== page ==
For many years I have been owned by dogs. They run my life. I love them dearly. They are wonderful animals to have in one's life. I cannot tolerate anyone who would deliberately be cruel to a small animal such as that. The proposal in front of us affects far more than small animals. We have rules and regulations in place and if we were to enforce those fully, I think we could do everything possible to eliminate cruelty to small animals.

    My concern with the bill is with regard to ranchers. I have the privilege of representing a riding that is surrounded by ranchers. There was no consultation with the producers on this bill. If the government had talked to the producers, they would have reassured it about the way they treat their animals and the investment that they have in the animals and we would not have the kind of wording that there is.

    It is very disturbing to me when someone who has absolutely no idea of a lifestyle is prepared to jeopardize that lifestyle. Maybe in the minds of some of the Liberal members they believe that ranchers are an uncaring lot. Nothing could be further from the truth with regard to ranchers.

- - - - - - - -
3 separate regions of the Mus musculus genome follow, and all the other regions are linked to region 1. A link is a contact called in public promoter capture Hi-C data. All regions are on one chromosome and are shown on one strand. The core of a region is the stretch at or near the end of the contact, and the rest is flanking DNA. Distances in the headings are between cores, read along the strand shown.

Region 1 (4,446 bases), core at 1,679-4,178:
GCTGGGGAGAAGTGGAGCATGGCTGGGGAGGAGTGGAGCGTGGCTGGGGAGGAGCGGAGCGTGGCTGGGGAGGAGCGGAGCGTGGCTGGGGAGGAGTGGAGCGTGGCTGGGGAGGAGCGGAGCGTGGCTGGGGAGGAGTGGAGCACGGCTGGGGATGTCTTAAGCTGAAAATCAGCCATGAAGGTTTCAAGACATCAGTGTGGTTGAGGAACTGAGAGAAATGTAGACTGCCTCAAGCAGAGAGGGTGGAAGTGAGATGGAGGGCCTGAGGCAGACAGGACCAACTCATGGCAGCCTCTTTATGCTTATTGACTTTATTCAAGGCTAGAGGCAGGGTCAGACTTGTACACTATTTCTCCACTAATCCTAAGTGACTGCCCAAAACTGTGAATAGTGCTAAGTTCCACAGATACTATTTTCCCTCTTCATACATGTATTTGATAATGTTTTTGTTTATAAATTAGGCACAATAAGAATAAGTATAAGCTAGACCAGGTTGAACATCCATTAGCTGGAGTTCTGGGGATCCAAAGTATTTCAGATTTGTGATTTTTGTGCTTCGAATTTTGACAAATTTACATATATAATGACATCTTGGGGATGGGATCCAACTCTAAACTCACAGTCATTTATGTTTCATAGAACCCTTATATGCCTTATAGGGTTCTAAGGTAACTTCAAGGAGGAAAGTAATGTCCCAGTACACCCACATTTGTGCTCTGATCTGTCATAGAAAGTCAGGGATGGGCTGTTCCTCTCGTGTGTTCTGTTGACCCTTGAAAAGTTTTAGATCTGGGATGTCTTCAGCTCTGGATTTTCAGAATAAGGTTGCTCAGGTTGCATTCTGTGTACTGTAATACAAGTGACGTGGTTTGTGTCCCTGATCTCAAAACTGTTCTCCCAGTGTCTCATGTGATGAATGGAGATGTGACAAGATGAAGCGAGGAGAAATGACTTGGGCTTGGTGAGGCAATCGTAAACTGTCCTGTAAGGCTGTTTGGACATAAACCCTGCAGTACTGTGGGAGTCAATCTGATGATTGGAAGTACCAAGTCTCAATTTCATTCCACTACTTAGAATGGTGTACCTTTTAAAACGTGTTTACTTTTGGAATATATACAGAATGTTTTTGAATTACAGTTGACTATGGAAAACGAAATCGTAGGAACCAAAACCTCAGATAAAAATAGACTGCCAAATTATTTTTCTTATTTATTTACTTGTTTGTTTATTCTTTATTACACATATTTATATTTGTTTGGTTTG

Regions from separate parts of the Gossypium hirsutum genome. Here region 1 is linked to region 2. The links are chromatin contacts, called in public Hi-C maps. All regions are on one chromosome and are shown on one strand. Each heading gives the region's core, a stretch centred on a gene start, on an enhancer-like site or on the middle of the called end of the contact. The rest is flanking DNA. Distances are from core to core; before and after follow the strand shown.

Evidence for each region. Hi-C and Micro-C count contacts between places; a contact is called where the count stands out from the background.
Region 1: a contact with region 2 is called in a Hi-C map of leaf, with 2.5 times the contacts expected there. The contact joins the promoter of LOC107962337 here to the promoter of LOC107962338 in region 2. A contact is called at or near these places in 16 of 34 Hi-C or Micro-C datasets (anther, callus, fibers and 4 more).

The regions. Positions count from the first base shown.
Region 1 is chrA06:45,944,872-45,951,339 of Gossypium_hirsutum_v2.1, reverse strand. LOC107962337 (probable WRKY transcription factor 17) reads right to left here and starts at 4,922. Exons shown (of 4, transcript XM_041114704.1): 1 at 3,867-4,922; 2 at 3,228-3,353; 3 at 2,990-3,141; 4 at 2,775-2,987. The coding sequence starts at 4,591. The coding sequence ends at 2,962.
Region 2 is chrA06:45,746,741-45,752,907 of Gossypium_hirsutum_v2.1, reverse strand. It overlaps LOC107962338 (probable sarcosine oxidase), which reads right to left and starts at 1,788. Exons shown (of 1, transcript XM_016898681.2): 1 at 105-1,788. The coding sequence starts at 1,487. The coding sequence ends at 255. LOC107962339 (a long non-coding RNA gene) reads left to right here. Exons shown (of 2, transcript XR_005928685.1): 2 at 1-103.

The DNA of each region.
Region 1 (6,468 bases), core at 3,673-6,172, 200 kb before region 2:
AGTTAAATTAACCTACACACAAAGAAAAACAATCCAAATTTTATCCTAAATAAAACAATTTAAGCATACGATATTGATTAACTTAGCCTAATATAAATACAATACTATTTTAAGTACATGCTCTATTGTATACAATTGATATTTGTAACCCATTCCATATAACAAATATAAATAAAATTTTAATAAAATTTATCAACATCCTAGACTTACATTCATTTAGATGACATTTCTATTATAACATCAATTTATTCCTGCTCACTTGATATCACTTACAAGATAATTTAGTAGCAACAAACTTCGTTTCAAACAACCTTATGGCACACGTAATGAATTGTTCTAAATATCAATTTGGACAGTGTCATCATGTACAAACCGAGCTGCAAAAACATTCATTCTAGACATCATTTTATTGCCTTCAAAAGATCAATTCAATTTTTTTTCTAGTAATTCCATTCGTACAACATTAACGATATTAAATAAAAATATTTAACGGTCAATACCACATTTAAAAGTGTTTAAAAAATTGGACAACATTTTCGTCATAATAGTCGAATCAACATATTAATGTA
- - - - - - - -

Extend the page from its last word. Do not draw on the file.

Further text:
Ranchers are the original entrepreneurs of the country. They have to go through hardships and have incredibly difficult lives. For anyone to think that they would deliberately damage an animal or be cruel to it is beyond my comprehension.

    They inoculate their animals. They care for their animals. After the delivery of little calves in the dead of winter, some of the ranchers in my riding actually go so far as to take them into their living rooms or kitchens to make sure they are safe and that they will be all right. That is the kind of concerned people we are talking about.

    They hand feed these little animals to keep them going. They make every effort to ensure that the animal is safe. They inoculate. They do all of the proper things. To put them in a position where they could become criminals with this bill is intolerable to me.

    We must understand the situation ranchers face. For instance, if there was a herd of 100 cattle and 10 were lost for whatever reason, the entire profit margin would be lost. Ranchers are business people and profit is important but the maintenance and safety of the animals is far more important to them.

    The comments from the minister are incredibly disturbing. This has been raised over and over again and her comment has always been that it was not the intent of the bill to condemn ranchers but to protect animals. If it is true that the intent is to protect animals and not to put ranchers in a position of being charged with criminal acts, then that should be made very clear in the writing of this legislation but it is not.